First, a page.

Security and medical sources said on Wednesday an army colonel protecting oilfields was shot dead near the disputed northern city of Kirkuk while he was on patrol.

Police said Colonel Ibrahim Ahmad was killed in his car in the town of Ajil, west of Kirkuk. 
  
Two fires broke out on oil pipelines in the same area. "The first is under control and the other one not yet," an oil company source said, adding that sabotage was the most likely cause of the fires.
  
Near Dhuluiya, north of the capital Baghdad, three Iraqi soldiers were killed and two others wounded by a bomb concealed in the burnt-out shell of a car abandoned on the roadside.
  
In Dujail, also north of the capital, two Iraqi soldiers and an Iraqi contractor were killed in a mortar attack on an army base, police said.

Clashes broke out overnight in the town of Baquba, leaving one Iraqi policeman and two armed men dead, security sources said. The fighting lasted most of the night.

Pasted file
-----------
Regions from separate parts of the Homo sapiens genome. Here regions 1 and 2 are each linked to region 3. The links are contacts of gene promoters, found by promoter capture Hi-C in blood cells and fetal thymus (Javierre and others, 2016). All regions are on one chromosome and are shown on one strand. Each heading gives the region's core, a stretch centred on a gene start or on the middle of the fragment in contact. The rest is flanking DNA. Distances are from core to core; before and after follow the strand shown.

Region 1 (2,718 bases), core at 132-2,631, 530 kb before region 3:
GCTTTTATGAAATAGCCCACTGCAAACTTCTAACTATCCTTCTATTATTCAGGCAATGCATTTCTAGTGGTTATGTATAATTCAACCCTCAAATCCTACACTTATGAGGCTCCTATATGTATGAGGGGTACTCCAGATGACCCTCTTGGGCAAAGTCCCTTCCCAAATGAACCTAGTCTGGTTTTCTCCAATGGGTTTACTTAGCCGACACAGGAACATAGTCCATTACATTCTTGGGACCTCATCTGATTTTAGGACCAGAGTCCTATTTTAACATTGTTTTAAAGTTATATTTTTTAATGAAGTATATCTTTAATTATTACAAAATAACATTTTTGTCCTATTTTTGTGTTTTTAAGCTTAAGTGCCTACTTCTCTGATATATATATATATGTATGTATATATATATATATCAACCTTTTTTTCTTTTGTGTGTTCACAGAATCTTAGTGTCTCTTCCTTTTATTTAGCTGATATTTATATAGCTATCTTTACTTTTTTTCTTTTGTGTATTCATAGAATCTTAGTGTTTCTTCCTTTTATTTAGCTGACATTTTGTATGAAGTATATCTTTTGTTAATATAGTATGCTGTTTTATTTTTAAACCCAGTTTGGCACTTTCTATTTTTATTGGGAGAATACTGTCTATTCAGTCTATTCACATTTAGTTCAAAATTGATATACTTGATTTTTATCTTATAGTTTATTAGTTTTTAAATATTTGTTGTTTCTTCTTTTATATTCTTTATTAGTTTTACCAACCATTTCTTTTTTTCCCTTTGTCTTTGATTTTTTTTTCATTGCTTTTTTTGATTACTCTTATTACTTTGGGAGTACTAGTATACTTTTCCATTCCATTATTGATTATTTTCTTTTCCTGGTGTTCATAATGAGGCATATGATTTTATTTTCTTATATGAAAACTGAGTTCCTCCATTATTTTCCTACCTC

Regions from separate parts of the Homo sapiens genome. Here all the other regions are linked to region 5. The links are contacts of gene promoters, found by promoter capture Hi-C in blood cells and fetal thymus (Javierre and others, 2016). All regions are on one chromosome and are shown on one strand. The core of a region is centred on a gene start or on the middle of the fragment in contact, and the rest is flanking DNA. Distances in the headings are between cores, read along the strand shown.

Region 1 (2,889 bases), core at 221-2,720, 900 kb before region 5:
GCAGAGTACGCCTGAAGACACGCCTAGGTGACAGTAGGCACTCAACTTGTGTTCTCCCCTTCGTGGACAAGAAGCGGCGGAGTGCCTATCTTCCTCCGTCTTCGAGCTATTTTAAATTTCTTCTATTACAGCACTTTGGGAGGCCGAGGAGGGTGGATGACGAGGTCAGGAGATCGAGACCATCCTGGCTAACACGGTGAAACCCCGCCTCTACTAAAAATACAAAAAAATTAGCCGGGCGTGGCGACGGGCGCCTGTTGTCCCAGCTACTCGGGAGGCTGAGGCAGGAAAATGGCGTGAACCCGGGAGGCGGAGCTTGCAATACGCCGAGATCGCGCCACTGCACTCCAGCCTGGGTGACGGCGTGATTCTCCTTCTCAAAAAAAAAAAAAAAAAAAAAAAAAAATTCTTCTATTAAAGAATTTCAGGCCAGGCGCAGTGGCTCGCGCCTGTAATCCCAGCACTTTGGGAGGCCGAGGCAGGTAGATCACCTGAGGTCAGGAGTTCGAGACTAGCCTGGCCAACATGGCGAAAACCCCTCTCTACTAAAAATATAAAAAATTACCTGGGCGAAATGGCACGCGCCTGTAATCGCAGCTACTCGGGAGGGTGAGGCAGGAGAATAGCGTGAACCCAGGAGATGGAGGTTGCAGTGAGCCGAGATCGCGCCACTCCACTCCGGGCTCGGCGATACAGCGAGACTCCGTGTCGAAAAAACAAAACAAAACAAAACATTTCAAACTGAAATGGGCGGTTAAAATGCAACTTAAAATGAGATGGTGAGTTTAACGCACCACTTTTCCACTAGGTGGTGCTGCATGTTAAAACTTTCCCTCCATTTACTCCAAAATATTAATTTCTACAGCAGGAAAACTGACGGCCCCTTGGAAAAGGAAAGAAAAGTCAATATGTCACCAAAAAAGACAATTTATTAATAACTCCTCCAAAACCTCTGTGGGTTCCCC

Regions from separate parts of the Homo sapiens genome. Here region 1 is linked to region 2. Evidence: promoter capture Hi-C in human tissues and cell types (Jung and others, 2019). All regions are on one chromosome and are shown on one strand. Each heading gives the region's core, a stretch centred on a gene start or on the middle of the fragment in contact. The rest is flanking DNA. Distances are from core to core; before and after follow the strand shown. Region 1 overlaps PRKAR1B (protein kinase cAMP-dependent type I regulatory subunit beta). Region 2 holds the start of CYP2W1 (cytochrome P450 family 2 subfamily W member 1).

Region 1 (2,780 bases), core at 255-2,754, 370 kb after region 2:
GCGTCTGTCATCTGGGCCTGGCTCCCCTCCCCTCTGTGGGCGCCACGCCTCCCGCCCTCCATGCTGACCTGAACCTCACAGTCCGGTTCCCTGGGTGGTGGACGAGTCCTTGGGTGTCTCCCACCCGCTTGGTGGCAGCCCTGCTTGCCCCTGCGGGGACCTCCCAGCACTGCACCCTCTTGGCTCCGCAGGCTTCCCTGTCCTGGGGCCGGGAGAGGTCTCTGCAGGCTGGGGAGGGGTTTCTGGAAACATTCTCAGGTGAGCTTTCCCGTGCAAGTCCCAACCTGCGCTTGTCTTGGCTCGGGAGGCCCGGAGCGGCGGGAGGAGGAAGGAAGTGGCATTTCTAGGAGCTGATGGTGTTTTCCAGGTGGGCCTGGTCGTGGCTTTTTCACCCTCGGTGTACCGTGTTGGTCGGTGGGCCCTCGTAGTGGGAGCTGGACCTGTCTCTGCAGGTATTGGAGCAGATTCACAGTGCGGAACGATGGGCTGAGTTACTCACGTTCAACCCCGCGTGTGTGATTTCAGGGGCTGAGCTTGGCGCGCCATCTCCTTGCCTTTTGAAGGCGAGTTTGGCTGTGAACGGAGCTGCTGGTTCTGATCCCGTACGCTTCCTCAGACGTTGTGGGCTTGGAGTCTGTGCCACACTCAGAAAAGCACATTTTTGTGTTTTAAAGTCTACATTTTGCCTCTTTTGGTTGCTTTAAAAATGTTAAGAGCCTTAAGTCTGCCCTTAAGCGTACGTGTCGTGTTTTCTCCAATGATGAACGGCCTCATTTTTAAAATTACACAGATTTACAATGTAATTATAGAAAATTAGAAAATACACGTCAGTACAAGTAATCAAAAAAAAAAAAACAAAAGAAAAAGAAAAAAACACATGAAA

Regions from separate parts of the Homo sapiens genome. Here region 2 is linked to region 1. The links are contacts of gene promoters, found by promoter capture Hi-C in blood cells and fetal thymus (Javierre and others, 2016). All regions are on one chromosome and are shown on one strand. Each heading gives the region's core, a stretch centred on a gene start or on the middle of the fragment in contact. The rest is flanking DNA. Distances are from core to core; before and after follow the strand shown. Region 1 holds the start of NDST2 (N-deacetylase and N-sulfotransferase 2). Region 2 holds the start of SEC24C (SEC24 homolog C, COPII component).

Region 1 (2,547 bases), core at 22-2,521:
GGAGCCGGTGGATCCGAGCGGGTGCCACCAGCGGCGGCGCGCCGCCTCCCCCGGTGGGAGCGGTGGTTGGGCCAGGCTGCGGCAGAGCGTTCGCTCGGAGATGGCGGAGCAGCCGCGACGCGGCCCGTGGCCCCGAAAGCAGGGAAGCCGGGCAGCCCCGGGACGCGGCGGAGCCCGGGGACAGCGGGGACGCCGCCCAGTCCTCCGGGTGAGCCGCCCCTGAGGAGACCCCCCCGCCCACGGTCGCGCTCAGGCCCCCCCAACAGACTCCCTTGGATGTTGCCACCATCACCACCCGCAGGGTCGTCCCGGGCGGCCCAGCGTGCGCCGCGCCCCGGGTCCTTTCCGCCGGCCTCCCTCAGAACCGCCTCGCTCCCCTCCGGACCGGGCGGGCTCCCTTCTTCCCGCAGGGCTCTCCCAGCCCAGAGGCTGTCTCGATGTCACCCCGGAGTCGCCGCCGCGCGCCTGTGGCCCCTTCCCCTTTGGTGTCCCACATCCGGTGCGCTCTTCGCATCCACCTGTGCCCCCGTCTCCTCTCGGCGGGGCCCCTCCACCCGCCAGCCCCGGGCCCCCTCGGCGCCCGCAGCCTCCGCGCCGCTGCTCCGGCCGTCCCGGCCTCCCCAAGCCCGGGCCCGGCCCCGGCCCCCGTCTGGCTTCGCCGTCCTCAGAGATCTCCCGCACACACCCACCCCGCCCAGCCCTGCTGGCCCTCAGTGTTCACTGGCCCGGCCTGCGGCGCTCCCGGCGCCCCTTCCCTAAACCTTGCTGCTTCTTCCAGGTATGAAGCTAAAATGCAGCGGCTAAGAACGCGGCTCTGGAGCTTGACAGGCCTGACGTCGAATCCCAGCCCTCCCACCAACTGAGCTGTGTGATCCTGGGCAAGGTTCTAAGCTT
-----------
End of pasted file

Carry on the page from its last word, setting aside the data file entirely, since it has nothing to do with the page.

Police also said two fighters were killed and two others captured in clashes with US troops in the Sunni town of Samarra.
  
Assasination attempt

In the northern town of Mosul, police Lt-Col Halab Abd al-Rahman escaped an assassination attempt that killed his driver and wounded his bodyguard, police said. 

Iraqi police have been frequent
targets of anti-US fighters

In other violence, an Iraqi woman was killed near the town of Tuz and her husband wounded when Iraqi forces manning a ckeckpoint apparently opened fire on their vehicle.
  
"The couple's vehicle was driving at high speed which is apparently why it was engaged," police Captain Ahmad Bayan al-Din said. 

Also, the US military announced that a soldier was killed in action on Tuesday in the violence-wracked western province of Anbar. 
  
Anbar province is a huge area stretching west of the capital to the Saudi, Jordanian and Syrian borders, and includes the Sunni strongholds of Falluja and Ramadi.
  
Tuesday's death brings to 1457 the total number of US servicemen who have died since the March 2003 invasion of Iraq, according to Pentagon figures.